New website designed to get students, teachers into woods
By Pamela Doan
Students at the Garrison School have a 185-acre forest at their disposal, a resource gifted to the district in 1956 by the Osborn, Gunther and Sloan families for environmental education.
But other than an annual School Forest Day, to be held this year on Friday, May 6, students and teachers didn’t use it frequently in lesson plans or recreation. Last fall, the board of education asked the school’s new principal, John Griffiths, to see if there were ways to encourage more visits.
“I found there were a lot of things holding teachers back,” Griffiths says. “We went out of our way to remove logistics.”
To that end, the school launched Forest Fridays, a nine-week pilot program. Administrators arranged for a bus to transport classes to the forest; teachers could sign up to take their students. It was so effective that Forest Fridays resumed on April 1 and will continue until the end of the school year.
Griffiths also wanted teachers to realize they didn’t need a grand plan to get students into the forest. “There is value to just being in nature. I want them to see the school forest as a lab, to try small ideas,” he said. Whether it was a hike or spending time enjoying a view, Griffiths wanted to support teachers in experimenting to see how the students reacted and what impact it had.
“I’m a big fan of unstructured time in nature,” he said. “It’s vital for human development and a lot of studies say that just getting kids out in nature helps them be more productive and able to engage in learning.”
Griffiths said the district hasn’t incurred any extra cost running Forest Fridays. Teachers have been able to sign up but it has not been a mandate. After the fall term, teachers requested more resources to create curriculum, bathroom facilities (portable toilets are brought in for the annual School Forest Day) and storage for materials in the forest.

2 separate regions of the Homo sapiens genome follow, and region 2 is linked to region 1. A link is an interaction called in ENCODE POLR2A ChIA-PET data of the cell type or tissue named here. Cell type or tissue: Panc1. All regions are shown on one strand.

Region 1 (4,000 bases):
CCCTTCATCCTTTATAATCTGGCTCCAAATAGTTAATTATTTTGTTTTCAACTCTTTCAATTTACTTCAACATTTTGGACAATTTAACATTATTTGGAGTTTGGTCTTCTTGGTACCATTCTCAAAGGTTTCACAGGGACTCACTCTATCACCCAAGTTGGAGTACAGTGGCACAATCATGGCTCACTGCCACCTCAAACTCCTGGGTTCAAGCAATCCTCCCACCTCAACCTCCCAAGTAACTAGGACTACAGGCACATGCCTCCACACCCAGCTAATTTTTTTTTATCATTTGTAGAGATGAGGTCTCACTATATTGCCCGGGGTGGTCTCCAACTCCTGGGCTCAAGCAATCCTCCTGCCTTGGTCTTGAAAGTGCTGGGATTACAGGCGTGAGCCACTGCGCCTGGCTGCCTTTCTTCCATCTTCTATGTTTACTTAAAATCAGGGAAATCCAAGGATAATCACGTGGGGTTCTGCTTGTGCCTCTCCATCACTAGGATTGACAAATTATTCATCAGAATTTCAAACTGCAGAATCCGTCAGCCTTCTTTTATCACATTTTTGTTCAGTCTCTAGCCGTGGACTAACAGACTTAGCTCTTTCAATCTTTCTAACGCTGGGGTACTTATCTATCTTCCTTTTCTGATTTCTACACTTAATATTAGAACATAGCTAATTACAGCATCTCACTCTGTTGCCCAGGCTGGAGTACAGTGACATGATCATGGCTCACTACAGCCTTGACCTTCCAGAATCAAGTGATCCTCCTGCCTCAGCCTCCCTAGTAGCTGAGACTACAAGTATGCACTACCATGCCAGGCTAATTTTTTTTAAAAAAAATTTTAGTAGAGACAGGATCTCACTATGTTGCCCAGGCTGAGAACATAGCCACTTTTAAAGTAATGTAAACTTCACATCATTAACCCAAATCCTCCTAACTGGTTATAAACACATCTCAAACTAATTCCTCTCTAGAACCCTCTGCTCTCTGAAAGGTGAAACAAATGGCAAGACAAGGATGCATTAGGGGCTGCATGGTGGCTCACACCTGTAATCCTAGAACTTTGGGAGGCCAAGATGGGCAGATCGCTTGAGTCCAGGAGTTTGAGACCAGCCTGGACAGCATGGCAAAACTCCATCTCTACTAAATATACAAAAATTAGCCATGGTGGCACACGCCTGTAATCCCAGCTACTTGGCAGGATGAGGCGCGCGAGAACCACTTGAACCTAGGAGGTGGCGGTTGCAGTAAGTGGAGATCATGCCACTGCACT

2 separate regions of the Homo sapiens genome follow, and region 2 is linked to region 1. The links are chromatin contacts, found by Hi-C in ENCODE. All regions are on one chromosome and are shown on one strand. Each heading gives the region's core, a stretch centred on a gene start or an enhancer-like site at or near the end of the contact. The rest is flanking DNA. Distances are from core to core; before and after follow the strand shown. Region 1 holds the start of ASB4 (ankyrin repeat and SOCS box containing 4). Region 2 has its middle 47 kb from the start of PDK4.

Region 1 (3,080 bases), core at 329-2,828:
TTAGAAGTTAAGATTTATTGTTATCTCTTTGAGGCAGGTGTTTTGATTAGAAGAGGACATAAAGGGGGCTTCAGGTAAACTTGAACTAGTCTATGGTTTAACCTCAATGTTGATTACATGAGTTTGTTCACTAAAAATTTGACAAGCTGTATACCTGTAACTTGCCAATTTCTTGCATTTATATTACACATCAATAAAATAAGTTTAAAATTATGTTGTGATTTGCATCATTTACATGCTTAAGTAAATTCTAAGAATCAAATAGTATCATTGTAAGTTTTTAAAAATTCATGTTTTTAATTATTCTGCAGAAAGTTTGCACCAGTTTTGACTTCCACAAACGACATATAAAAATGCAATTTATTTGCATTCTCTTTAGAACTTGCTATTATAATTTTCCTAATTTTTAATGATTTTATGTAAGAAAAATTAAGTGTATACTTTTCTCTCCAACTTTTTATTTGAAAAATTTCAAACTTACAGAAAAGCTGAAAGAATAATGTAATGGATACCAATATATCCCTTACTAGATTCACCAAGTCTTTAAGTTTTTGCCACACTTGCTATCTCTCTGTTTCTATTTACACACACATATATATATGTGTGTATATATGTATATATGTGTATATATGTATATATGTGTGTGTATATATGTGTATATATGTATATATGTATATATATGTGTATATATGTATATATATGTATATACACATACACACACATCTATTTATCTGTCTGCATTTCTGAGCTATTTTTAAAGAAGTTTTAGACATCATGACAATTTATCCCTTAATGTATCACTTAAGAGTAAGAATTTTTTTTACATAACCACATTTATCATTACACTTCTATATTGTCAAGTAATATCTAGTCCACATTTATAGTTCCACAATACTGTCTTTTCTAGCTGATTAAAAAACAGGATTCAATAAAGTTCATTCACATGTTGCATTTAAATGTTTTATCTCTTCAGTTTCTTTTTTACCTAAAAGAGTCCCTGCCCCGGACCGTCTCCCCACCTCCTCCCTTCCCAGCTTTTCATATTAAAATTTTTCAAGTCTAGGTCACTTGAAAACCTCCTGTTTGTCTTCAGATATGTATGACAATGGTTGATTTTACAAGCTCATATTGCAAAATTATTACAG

The request for more curriculum resources struck a chord with Jill Corson Lake, who has two children at the school and serves on its Environmental Education Committee. She created a website at gufsee.org with lesson plans and many other resources. It’s a comprehensive tool for anyone who wants to hike in the forest (which is open to the public; a trail map can be downloaded at gufs.org under “Our District”), get involved or learn about environmental education.
Gorgeous photography makes the site easy on the eyes, too. Corson Lake’s photos of the Hudson Valley and forest make the design and function aesthetically pleasing. She created it as a thesis project for her Master of Arts degree in Critical and Creative Thinking at the University of Massachusetts Boston.
“Jill’s efforts to consolidate resources and help that process has been invaluable,” said Griffiths. “[It helps to have] best practices, resources for introduction for students, and to professionally launch a brainstorm of ideas of what could be done.” Corson Lake developed the site with input from the administration, teachers and the environmental education committee. “I wanted it to be both useful and well used,” she said.
Corson Lake says the site remains a work in progress. A new vegetable garden at the school will be added on April 21 and 22; she hopes students and teachers will update the Forest Fridays blog, and she’d also like to see the forest being used for research with information that could be shared through the site. The site also has the potential to be used as a community board for educators.
Corson Lake’s interest in environmental education stems from her connection to the Hudson Valley. “It’s really important for all children to learn outdoors and be in nature and to learn about this place where we live; to find out about geology, the Hudson River ecosystem, the history of our area, Pete Seeger’s legacy,” she said. “Because we have a school forest, I think we can make public education here special and unique.”